ELEVATIONS are orthographic projections, showing the finished interior and exterior appearance of the structure. Interior elevations are required for important features, such as built-in cabinets and shelves, but it is not uncommon for elevations to be drawn for all interior walls in each room of a building. Cabinet elevations show the cabinet lengths and heights, distance between base cabinets and wall cabinets, shelf arrangements, doors and direction of door swings, and materials used. Interior wall elevations show wall lengths, finished floor-to-ceiling heights, doors, windows, other openings, and the types of finish materials used.
Exterior elevations show the types of materials used on the exterior, the finished grade around the structure, the roof slope, the basement or foundation walls, footings, and all of the vertical dimensions.
Basically, the following four elevations are needed in a set of drawings to complete the exterior description: the front, the rear, and two sides of a structure, as they would appear projected on vertical planes. A typical elevation is drawn at the same scale as the floor plan, either 1/4 in. = 1 ft or 1/8 in. = 1 ft; however, occasionally a smaller scale may be used because of space limitations, or a larger scale maybe used to show more detail.
Several methods are used to identify each elevation, as it relates to the floor plan. The method Seabees most commonly use is labeling the elevations with the same terminology used in multiview and orthographic projection; that is, FRONT, REAR, RIGHT-SIDE, and LEFT-SIDE ELEVATIONS or sometimes NORTH, SOUTH, EAST, and WEST.
The STRUCTURAL DRAWINGS (usually identified with the designating letter S on the title block) consist of all of the drawings that describe the structural members of the building and their relationship to each other. A set of structural drawings includes foundation plans and details, framing plans and details, wall sections, column and beam details, and other plans, sections, details, and schedules necessary to describe the structural components of the building or structure. The general notes in the structural drawings should also include, when applicable, roof, floor, wind, seismic, and other loads, allowable soil pressure or pile-bearing capacity, and allowable stresses of all material used in the design.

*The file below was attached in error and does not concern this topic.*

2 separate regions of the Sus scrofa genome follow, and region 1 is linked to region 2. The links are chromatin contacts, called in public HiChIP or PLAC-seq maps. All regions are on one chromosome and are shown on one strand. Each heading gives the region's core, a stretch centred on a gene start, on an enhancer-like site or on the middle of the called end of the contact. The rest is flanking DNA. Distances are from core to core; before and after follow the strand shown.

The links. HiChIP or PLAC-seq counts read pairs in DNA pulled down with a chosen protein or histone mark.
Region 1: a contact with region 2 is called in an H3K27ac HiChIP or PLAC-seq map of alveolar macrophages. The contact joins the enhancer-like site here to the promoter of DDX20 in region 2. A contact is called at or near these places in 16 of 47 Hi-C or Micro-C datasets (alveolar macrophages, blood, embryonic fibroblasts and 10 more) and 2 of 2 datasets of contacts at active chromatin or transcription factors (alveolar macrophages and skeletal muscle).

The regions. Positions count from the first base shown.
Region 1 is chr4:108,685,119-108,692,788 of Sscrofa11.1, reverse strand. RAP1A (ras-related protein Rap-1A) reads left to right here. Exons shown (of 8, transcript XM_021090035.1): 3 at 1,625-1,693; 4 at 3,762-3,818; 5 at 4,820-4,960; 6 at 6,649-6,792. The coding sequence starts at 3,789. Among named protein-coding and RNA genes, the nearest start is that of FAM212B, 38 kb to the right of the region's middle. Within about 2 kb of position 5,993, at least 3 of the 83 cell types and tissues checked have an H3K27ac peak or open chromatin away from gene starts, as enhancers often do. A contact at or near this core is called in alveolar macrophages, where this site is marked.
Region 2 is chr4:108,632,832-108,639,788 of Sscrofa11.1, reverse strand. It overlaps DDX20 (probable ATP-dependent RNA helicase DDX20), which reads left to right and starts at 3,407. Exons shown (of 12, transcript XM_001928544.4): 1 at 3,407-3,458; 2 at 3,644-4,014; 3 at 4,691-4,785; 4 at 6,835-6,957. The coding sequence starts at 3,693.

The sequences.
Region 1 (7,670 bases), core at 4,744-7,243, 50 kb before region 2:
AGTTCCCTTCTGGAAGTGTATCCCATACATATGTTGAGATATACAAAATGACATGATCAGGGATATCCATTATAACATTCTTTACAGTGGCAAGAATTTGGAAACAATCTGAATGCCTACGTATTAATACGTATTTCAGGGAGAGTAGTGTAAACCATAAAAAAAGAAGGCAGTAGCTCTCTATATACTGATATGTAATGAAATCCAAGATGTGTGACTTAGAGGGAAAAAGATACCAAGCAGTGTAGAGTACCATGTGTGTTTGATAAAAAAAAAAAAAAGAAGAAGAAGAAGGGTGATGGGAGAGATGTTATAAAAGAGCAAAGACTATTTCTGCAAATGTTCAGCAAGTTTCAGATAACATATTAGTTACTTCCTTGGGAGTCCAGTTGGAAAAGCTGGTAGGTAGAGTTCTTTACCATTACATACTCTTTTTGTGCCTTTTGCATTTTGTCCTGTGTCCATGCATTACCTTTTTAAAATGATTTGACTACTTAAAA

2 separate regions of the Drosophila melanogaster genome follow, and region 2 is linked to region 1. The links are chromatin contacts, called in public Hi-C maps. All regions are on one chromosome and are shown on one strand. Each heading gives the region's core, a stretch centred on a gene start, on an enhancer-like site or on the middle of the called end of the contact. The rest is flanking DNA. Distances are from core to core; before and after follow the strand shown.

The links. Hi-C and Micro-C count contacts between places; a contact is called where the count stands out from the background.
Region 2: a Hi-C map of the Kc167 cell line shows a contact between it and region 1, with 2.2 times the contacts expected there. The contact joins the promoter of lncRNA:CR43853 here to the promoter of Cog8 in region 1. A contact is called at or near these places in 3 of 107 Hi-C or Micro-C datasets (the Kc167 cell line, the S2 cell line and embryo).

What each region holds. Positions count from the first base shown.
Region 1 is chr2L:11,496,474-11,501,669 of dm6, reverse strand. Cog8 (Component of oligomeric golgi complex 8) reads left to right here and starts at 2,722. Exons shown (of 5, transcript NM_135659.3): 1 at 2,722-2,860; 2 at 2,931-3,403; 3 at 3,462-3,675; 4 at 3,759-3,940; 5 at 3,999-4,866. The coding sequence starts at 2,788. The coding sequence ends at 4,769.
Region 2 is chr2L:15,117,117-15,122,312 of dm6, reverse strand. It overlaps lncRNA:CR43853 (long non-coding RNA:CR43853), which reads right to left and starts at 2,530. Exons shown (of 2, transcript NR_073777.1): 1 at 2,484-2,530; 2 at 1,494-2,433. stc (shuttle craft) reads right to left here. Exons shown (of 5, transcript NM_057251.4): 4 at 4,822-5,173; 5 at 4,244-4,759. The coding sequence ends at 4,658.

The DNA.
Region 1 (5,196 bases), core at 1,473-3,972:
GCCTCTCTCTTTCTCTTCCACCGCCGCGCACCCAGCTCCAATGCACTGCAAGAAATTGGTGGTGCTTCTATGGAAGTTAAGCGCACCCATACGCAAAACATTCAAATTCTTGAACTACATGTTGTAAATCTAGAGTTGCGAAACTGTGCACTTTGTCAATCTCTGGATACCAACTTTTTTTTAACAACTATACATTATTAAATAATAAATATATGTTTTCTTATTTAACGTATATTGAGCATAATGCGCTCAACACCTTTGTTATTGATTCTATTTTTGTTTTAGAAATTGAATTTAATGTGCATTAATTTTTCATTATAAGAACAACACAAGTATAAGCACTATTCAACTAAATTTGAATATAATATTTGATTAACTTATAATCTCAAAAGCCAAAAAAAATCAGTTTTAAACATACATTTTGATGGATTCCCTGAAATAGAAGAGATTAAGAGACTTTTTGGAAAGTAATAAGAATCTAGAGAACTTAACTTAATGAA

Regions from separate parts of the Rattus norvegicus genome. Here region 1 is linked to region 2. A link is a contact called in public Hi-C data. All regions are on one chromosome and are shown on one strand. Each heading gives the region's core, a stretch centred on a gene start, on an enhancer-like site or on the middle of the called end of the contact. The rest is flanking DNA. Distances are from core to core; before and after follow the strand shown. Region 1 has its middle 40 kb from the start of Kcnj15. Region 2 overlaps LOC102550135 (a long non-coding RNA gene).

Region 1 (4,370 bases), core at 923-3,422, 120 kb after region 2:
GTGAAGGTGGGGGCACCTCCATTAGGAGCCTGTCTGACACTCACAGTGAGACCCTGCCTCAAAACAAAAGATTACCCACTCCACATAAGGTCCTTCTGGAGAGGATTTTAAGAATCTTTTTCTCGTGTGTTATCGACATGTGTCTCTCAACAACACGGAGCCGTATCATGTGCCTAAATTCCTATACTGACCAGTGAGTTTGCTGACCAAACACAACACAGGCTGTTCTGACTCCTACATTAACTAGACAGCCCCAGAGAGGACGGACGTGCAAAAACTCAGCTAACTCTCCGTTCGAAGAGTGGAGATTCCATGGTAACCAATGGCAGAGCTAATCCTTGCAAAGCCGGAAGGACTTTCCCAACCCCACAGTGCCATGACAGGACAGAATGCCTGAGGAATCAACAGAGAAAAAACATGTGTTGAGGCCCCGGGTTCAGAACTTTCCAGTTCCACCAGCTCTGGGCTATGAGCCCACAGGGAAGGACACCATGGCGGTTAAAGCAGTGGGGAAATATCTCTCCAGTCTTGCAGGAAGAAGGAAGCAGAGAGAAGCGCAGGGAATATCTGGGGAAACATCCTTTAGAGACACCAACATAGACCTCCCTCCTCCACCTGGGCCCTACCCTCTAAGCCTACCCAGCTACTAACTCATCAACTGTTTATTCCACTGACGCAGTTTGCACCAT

A FOUNDATION PLAN is a top view of the footings or foundation walls, showing their area and their location by distances between centerlines and by distances from reference lines or boundary lines. Actually, it is a horizontal section view cut through the walls of the foundation showing beams, girders, piers or columns, and openings, along with dimensions and internal composition.
Primarily the building crew uses the foundation plan to construct the foundation of the proposed structure. In most Seabee construction, foundations are built with concrete-masonry units (CMU) or cast-in-place concrete. Figure 2-7 shows a plan view of a 20' x 48' PEB, as it would look if projected into a horizontal plane that passes through the structure. In this typical drawing, notice that only the placement of the anchor bolts are shown, along with a typical detailed drawing of the footing, the column, and the slab.
The FRAMING PLANS show the size, the number, and the location of the structural members constituting the building framework. Separate framing plans are drawn for the floors and roofs. Occasionally, the Draftsman will draw a wall framing plan; however, wall framing plans are generally viewed in the sectional views or detail drawings.
The FLOOR FRAMING PLAN must specify the sizes and spacing of joists, girders, and columns used to support the floor. Detail drawings must be added, if necessary, to show the methods of anchoring joists and girders to the columns and foundation walls or footings.
The floor framing plan is basically a plan view, showing the layout of the girders and joists. Figure 2-8 shows the manner of presenting floor framing plans. The unbroken double-line symbol indicates joists. Joist symbols are drawn in the position they will occupy in the completed building. Double framing around openings and beneath bathroom fixtures is shown where used. Bridging is also shown by a double-line symbol that runs perpendicularly to the joist. In figure 2-8, the number of rows of cross bridging is controlled by the span of the joist; place the rows no more than 8 feet apart. Hence a 14-footContinue Reading